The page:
Big Media has lost its monopoly on the news, thanks to the Internet. Now that it's possible to publish in real time to a worldwide audience, a new breed of grassroots journalists are taking the news into their own hands. Armed with laptops, cell phones, and digital cameras, these readers-turned-reporters are transforming the news from a lecture into a conversation. In We the Media, nationally acclaimed newspaper columnist and blogger Dan Gillmor tells the story of this emerging phenomenon and sheds light on this deep shift in how we make--and consume--the news.
Gillmor shows how anyone can produce the news, using personal blogs, Internet chat groups, email, and a host of other tools. He sends a wake-up call tonewsmakers-politicians, business executives, celebrities-and the marketers and PR flacks who promote them. He explains how to successfully play by the rules of this new era and shift from "control" to "engagement." And he makes a strong case to his fell journalists that, in the face of a plethora of Internet-fueled news vehicles, they must change or become irrelevant.
Journalism in the 21st century will be fundamentally different from the Big Media oligarchy that prevails today. We the Media casts light on the future of journalism, and invites us all to be part of it.
Dan Gillmor is founder of Grassroots Media Inc., a project aimed at enabling grassroots journalism and expanding its reach. The company's first launch is Bayosphere.com, a site "of, by, and for the San Francisco Bay Area."
Dan Gillmor is the founder of the Center for Citizen Media, a project to enable and expand reach of grassroots media. From 1994-2004, Gillmor was a columnist at the San Jose Mercury News, Silicon Valley's daily newspaper, and wrote a weblog for SiliconValley.com. He joined the Mercury News after six years with the Detroit Free Press. Before that, he was with the Kansas City Times and several newspapers in Vermont. He has won or shared in several regional and national journalism awards. Before becoming a journalist he played music professionally for seven years.
Basing its analysis on original research, including multiyear surveys and case studies, the book reveals patterns of audience engagement with mobile media in the Gulf area, with particular emphasis on online journalism. The research also illustrates how and to what extent media organizations are developing and delivering content uniquely designed for mobile media and consumption. Drawing on these findings, the authors look at possible developments in mobile media content strategies, including those for news content, as wearable and other emerging media forms enter the marketplace.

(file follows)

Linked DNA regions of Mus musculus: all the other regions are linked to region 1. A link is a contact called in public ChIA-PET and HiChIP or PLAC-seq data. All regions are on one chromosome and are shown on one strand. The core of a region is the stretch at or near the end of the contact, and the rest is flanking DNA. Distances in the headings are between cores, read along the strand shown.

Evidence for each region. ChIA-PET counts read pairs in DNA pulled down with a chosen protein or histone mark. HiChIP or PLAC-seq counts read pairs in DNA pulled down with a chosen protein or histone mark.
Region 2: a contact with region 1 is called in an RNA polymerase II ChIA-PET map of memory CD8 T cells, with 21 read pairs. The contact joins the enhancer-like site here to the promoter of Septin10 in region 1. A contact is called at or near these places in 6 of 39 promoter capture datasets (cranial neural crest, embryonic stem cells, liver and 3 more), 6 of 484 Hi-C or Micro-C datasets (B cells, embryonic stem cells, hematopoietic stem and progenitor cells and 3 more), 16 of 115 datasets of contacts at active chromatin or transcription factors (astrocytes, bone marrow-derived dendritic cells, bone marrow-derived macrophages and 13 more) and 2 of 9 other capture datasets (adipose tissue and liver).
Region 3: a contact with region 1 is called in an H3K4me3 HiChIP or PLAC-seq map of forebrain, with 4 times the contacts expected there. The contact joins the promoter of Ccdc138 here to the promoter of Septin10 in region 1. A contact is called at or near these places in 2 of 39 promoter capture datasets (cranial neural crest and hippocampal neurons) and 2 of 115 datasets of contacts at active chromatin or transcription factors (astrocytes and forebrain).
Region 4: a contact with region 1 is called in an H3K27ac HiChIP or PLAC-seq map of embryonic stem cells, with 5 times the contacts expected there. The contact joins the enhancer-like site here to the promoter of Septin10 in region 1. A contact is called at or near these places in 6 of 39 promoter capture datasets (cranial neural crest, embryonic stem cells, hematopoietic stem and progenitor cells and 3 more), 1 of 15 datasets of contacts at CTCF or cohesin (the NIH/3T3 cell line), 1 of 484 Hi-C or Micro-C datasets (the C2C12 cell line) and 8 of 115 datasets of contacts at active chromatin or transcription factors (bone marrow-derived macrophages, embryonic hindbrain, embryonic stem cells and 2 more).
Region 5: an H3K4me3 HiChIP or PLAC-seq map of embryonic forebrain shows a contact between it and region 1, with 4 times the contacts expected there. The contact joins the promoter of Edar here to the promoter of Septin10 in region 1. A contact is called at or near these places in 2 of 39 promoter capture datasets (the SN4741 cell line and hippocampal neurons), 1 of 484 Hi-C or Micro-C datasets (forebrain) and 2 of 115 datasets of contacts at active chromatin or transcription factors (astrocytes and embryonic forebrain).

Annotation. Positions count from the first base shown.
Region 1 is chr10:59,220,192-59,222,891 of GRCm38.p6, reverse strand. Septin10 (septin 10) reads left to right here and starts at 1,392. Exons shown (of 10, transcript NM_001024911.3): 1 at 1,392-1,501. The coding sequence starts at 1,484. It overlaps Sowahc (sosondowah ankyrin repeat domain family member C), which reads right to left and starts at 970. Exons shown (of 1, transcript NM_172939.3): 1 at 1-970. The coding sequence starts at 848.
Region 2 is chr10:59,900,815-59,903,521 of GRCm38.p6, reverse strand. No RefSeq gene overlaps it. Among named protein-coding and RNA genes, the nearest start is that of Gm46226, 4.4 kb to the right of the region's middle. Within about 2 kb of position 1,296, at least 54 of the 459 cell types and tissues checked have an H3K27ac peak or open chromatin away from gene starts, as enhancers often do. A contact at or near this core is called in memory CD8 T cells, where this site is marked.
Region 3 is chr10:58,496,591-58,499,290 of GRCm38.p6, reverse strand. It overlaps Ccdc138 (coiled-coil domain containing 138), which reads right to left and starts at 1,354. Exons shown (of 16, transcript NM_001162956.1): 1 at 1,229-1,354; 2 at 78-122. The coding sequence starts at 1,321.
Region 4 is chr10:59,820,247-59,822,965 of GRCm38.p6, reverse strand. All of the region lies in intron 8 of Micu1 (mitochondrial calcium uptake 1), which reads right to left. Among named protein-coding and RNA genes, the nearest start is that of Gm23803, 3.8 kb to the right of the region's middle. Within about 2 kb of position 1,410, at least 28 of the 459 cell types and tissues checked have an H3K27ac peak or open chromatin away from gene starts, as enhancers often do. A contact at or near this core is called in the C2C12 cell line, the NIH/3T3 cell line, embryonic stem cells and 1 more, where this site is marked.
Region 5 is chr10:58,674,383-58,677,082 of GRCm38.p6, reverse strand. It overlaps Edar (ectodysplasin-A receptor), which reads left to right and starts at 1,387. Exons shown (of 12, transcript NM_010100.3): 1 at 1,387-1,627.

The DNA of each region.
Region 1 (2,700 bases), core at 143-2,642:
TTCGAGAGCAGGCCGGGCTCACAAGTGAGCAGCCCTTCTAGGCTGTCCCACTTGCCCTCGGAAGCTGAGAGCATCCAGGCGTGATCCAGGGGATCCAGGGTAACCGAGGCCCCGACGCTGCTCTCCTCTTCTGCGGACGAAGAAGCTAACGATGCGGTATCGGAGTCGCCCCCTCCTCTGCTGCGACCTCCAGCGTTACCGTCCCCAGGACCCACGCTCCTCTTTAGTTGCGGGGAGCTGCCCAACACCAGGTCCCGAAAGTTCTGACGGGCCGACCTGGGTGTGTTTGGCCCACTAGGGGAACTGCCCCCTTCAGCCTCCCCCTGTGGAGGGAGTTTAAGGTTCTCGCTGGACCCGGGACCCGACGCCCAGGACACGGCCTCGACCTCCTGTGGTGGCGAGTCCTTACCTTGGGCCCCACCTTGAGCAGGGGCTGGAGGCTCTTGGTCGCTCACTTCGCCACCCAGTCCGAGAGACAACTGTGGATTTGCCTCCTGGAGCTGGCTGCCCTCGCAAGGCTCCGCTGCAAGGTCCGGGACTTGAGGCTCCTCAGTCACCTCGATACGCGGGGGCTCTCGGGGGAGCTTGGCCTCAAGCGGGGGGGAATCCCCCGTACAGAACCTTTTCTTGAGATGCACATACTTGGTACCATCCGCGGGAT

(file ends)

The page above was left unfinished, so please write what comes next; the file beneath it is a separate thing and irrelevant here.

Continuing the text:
Mobile Disruptions in the Middle Eastprovides an important insight into a region that is both globally active and mobile-first, yet whose use of digital media is historically under-researched. As a result, the book helps to advance understanding of consumer preference for content types on mobile media, especially in relation to the transformation of journalism.
Victor Pickard and Guobin Yang have assembled essays by leading scholars and activists to provide case studies of feminist, technological, and political interventions during different historical periods and at local, national, and global levels. Looking at the underlying theories, histories, politics, ideologies, tactics, strategies, and aesthetics, the book takes an expansive view of media activism. It explores how varieties of activism are mediated through communication technologies, how activists deploy strategies for changing the structures of media systems, and how governments and corporations seek to police media activism. From memes to zines, hacktivism to artivism, this volume considers activist practices involving both older kinds of media and newer digital, social, and network-based forms.
Media Activism in the Digital Ageprovides a useful cross-section of this growing field for both students and researchers.
The Poetics of Digital Media explores the poetic work of media in digital culture. Developing an argument through close readings of overlooked or denigrated media objects – screenshots, tagging, selfies and more – the book reveals how media shape the taken-for-granted structures of our lives, and how they disclose our world through sudden moments of visibility and tangibility. Bringing us face to face with the conditions of our existence, it investigates how the ‘given’ world we inhabit is given through media.
This book is important reading for students and scholars of media theory, philosophy of media, visual culture and media aesthetics.
Every day, more software developers and service providers are using XMPP for real-time applications, and with the help of XMPP: The Definitive Guide, you can, too.